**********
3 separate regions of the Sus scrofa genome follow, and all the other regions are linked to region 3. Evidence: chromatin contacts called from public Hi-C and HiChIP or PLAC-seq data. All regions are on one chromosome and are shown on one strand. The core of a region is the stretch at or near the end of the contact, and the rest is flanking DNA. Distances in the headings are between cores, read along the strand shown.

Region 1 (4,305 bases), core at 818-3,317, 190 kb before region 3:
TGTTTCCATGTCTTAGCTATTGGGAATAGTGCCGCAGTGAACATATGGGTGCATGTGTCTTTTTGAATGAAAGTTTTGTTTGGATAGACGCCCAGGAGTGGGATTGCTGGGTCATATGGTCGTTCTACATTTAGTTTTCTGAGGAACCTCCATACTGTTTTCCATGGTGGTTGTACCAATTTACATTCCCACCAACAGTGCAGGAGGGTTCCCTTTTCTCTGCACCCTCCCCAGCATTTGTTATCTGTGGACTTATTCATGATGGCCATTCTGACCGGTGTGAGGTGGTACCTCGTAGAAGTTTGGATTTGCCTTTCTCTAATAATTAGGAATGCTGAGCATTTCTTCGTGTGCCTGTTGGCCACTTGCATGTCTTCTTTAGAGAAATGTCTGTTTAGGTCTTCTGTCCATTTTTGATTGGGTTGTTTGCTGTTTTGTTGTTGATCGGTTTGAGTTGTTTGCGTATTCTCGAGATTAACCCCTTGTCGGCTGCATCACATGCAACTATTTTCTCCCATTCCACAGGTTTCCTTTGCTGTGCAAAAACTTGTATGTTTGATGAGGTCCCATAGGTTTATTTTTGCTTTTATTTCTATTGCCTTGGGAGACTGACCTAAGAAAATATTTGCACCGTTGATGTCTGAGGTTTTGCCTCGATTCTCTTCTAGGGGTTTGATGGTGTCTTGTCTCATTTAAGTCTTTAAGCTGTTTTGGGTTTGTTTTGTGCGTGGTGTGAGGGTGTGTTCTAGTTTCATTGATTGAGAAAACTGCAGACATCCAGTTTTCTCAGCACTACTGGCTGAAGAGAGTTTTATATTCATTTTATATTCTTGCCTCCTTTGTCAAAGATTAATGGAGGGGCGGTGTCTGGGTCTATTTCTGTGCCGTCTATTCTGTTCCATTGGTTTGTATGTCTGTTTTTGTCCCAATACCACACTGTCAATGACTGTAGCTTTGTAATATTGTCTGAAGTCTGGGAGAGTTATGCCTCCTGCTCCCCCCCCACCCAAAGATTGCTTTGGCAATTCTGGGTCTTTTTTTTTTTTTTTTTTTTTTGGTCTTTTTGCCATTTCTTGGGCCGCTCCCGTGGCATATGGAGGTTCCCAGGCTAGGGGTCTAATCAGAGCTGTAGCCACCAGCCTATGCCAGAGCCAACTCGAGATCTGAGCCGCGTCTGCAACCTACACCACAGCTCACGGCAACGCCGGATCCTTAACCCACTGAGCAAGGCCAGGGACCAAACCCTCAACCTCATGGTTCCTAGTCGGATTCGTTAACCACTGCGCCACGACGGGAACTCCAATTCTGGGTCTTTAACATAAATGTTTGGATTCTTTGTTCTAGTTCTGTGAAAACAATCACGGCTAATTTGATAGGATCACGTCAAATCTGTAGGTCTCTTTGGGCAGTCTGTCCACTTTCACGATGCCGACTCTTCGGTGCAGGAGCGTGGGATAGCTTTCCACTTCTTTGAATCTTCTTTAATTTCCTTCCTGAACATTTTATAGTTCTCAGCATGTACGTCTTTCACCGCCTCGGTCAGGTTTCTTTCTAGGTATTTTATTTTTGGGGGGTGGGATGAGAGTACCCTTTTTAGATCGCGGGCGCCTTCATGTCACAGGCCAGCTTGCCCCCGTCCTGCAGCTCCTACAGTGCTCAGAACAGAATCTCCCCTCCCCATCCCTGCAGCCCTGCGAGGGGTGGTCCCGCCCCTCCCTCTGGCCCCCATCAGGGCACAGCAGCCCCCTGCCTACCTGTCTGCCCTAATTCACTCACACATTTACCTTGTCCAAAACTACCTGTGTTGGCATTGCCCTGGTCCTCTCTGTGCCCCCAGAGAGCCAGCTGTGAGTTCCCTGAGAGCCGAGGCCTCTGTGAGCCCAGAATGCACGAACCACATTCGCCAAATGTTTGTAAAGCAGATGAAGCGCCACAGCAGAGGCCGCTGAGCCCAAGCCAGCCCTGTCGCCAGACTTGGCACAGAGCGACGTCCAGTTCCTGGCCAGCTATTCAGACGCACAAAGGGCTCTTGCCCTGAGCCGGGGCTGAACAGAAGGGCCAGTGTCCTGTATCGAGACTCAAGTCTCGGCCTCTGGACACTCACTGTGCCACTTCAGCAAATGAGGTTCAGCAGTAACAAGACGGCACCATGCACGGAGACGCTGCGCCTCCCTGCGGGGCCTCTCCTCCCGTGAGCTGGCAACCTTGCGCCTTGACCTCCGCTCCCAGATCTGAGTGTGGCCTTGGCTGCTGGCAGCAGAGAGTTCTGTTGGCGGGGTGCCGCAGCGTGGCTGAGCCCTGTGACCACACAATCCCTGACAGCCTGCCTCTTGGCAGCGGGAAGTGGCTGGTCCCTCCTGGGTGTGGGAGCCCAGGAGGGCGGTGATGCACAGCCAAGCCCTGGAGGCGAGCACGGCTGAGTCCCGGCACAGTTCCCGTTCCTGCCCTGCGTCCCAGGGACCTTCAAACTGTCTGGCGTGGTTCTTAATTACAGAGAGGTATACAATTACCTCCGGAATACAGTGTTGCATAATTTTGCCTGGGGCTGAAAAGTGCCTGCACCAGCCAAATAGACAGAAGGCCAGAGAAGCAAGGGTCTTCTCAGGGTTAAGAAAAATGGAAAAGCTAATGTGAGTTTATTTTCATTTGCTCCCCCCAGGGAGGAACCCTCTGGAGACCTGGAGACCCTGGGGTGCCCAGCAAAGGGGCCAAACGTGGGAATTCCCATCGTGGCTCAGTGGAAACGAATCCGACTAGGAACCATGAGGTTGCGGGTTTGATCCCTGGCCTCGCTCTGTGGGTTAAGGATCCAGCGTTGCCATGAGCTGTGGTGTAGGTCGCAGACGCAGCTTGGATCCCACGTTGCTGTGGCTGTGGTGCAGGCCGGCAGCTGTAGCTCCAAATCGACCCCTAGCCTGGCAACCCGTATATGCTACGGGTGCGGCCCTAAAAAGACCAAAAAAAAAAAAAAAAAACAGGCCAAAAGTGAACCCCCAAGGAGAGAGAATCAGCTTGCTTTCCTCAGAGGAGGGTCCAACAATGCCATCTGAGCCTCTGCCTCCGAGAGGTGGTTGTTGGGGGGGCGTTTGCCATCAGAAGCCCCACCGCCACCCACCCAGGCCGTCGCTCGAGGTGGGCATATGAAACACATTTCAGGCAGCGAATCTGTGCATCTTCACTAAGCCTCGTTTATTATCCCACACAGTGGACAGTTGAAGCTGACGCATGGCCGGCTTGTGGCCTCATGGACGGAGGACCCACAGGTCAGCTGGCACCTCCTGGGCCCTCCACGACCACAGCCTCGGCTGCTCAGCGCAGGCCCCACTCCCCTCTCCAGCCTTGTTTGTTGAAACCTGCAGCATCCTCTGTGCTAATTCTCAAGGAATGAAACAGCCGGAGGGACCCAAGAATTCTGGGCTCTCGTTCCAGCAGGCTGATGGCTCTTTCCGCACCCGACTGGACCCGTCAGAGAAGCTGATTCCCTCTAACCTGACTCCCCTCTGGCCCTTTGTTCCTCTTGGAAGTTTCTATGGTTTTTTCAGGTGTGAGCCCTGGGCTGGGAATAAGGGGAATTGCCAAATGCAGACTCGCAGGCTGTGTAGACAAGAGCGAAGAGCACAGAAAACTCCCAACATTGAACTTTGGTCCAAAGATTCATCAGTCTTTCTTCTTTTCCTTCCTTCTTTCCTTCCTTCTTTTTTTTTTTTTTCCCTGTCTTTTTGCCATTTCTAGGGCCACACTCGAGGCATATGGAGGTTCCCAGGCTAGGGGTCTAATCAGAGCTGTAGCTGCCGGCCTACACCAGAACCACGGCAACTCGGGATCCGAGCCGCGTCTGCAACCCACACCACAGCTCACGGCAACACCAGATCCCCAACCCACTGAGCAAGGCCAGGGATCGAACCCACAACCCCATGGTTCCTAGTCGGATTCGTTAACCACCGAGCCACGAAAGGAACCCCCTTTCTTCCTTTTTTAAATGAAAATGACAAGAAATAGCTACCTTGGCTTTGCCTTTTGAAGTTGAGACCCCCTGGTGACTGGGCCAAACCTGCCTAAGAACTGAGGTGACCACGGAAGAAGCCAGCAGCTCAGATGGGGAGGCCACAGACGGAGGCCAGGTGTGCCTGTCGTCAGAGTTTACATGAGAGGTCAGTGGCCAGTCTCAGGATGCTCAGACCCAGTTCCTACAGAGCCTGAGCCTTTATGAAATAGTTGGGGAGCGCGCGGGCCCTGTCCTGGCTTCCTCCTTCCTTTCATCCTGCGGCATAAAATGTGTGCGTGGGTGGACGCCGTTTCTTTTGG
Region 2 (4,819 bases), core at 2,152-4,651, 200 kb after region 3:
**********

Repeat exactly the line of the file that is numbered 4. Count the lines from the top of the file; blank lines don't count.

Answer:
Region 2 (4,819 bases), core at 2,152-4,651, 200 kb after region 3: